Hydroxychloroquine (Plaquenil) is an anti-rheumatic drug doctors prescribe to reduce inflammation and alleviate pain symptoms associated with rheumatoid arthritis and certain autoimmune disorders such as lupus and other connective tissue disorders. Although side effects of the drug that affect the eyes generally are rare, damage to the retina can occur if you take high doses of the medication or continue the medication for 5 years or more.
Because of the potential side effects, it's important to discuss with your doctor the risks and then weigh them against the benefits of taking the drug. Your doctor will also point out the importance of regular vision screenings with the use of hydroxychloroquine.
Before your rheumatologist begins treating your medical condition with hydroxychloroquine, he or she may recommend that you see your eye doctor for a comprehensive eye examination. Your eye care professional will perform vision tests to measure your visual acuity at the time you begin treatment with the drug. He or she also may test your peripheral (side) and color vision and check for changes to the structure of the retina that may already be present.
Taking preventive measures that lead to early detection of retinal damage can help stop the progression of any retinal disease that occurs.
Report any changes in your vision to your ophthalmologist or rheumatologist. You need to have symptoms such as blurry or decreased vision evaluated immediately. A decreased ability to notice red-green contrast can be a sign of early retinal toxicity – a condition that can affect visual acuity, night vision, and peripheral vision. Your eye doctor may perform color vision testing as part of a baseline eye examination and during your regular yearly eye exams.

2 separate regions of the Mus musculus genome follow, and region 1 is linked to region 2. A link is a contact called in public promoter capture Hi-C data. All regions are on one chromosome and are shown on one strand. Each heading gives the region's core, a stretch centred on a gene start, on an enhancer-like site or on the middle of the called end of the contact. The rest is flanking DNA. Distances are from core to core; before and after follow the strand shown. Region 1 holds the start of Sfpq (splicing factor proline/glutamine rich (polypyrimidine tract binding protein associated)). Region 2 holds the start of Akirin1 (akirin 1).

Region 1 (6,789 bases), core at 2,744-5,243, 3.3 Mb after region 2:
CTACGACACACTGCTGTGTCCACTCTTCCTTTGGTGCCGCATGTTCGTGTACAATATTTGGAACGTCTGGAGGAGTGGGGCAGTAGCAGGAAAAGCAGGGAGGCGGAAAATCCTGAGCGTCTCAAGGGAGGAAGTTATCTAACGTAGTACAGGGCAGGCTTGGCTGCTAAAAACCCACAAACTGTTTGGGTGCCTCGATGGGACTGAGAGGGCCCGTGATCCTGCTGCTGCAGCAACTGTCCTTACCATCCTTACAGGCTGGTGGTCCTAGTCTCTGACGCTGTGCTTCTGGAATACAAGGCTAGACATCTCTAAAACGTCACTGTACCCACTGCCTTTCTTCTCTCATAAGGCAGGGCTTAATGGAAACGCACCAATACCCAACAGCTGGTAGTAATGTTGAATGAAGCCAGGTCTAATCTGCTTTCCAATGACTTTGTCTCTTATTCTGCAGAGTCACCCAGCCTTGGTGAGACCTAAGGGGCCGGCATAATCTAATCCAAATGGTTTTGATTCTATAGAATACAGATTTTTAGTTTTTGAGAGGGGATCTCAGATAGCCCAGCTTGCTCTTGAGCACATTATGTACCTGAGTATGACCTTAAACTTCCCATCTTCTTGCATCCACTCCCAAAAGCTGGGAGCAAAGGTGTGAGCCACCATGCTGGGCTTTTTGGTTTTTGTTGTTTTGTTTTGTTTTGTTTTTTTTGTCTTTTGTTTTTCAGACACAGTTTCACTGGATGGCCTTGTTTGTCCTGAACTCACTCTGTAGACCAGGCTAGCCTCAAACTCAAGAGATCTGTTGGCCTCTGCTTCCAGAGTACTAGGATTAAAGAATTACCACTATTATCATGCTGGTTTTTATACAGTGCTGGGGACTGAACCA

While not everyone experiences symptoms of retinal toxicity early on, additional symptoms may occur, often in both eyes. Symptoms that some people report include difficulty reading, loss of central vision, flashing lights, glare, halos, light sensitivity, or distorted vision.
Get regular eye exams. Because the risk of retinal damage increases when you take a total cumulative dose of 1000 g of hydroxychloroquine, you should have vision testing at least annually. Other factors that can increase your risk of retinal toxicity include age (being older than 60), coexisting kidney or liver disease, and pre-existing retinal disease or maculopathy – damage to the middle part of the retina that affects central vision. Obesity can be a risk factor as well since recommended doses are based on normal body weight. Because the drug doesn't easily penetrate lipid-rich tissues, a doctor may prescribe higher daily doses, which increases the risk for toxicity.
The damage hydroxychloroquine can cause to your eyes is permanent and may continue to progress; therefore, it's important for your doctor to detect any problems with your eyes early on. If your vision becomes blurred, discontinuing the medication usually stops the problem from getting worse.
For an eye doctor in your area, contact an organization such as Eye And Laser Center Of Fort Collins.